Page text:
I’m sure you’ve heard the statement – “we’re doing this innovation for strategic reasons”. Quite often “strategic” used in this context as a euphemism for “it’s not going to make any money but we need a reason to justify it”. Strategy should rarely be used as the sole reason or even excuse for innovation. It should always be strategic and make money.
So what is strategic innovation? The short answer is that anything you do in innovation should be rooted in strategy. This applies whether that strategy is total corporate, divisional or functional. Any sensible company should have a view of the markets in which it will compete, where it will source new business e.g. market expansion, share gain, recruiting new users etc. It should reflect on internal competencies and define the battles you can and must win. Once you know that, you can put your innovation priorities into context.
In many companies innovation is seen as something special, over and above routine operations. In those circumstances it is even more important to ask the “why?” question. Anything that disturbs “business as usual” will be greeted with more challenge and skepticism than a simple addition to the manufacturing schedule or another sales promotion. You will need a very clear reason, and that should primarily come from a reason to support the achievement of your strategic goals.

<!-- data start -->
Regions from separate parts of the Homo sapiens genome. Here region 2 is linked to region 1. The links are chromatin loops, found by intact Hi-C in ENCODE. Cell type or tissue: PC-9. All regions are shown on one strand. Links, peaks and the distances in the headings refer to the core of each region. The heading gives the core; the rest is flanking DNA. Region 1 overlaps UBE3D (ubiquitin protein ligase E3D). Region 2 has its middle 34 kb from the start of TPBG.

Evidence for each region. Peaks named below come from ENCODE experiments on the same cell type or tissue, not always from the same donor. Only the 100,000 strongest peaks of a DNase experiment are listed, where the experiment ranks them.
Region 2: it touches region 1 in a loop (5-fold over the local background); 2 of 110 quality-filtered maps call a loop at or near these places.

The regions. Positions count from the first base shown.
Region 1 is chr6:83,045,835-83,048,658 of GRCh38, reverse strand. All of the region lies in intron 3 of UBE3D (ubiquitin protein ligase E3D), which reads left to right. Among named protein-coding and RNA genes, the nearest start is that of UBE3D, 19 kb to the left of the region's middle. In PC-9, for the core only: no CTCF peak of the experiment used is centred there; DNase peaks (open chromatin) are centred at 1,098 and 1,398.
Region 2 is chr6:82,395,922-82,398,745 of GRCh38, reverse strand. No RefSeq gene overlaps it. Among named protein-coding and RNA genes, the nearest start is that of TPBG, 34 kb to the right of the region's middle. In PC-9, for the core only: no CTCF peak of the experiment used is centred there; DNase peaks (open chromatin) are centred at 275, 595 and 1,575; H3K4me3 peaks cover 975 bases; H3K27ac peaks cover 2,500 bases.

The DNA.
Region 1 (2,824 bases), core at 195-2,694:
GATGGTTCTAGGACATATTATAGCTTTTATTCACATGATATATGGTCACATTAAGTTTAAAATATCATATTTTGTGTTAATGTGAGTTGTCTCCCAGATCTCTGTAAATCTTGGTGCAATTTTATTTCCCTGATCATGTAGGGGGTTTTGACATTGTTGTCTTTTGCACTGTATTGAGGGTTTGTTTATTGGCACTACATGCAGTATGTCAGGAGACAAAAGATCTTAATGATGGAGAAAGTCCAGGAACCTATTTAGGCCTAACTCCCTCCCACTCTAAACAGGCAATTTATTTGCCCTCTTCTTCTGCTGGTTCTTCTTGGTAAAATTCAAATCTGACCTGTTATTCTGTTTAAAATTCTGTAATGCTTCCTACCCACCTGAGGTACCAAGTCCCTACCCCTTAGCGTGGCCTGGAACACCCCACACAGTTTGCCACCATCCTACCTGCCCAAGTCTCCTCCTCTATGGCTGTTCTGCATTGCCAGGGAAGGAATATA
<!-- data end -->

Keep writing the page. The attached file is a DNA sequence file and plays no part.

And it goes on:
The status of innovation in strategy may be driven by a stated but non-specific need to innovate, and then activities put in place to deliver it. This is wrong. It must be informed by the stated strategic goals of the company. Of course the strategy does not define the detailed rationale and specification for every single project, but each project should make strategic sense. Innovation that is ad hoc is both ineffective and inefficient – meaning you do the wrong things and probably do them wrong as well.
You should also beware of innovation solutions seeking a problem. It is highly unlikely that you would find a strategic match for such a project, so make sure it doesn’t suck valuable resource away from a project that is strategically aligned.
In an ideal world you will have an innovation strategy and plan as a cascade from the overall strategy. Even better, you will include Open Innovation within your innovation strategy, having decided what will be developed inside and what sourced inside.
Very occasionally an innovation opportunity comes along which is so spectacularly attractive that it can influence the strategy. It can provide upside potential beyond most of the options currently under development. In that instance there should be no hesitation on behalf of the project team. They should ensure that agreement is gained to alter the strategy appropriately. Then, once the correct priority is given, the whole company needs to be aligned behind the new initiative, such that the whole “go to market” machine is not only prepared but also motivated.
Last but certainly not least, the people doing the innovation work must be aware of the strategy. Increasingly companies also understand that close external partners, for example core suppliers, also need to know the strategies. If they know, they will be able to bring new ideas aligned with the strategy, as well as being more motivated to work with you to achieve your strategic goals.
This sensible approach ensures that all noses are pointed in the same direction, resources are applied where they will have the biggest impact and the company has the best chance of meeting the objectives of its strategic plan.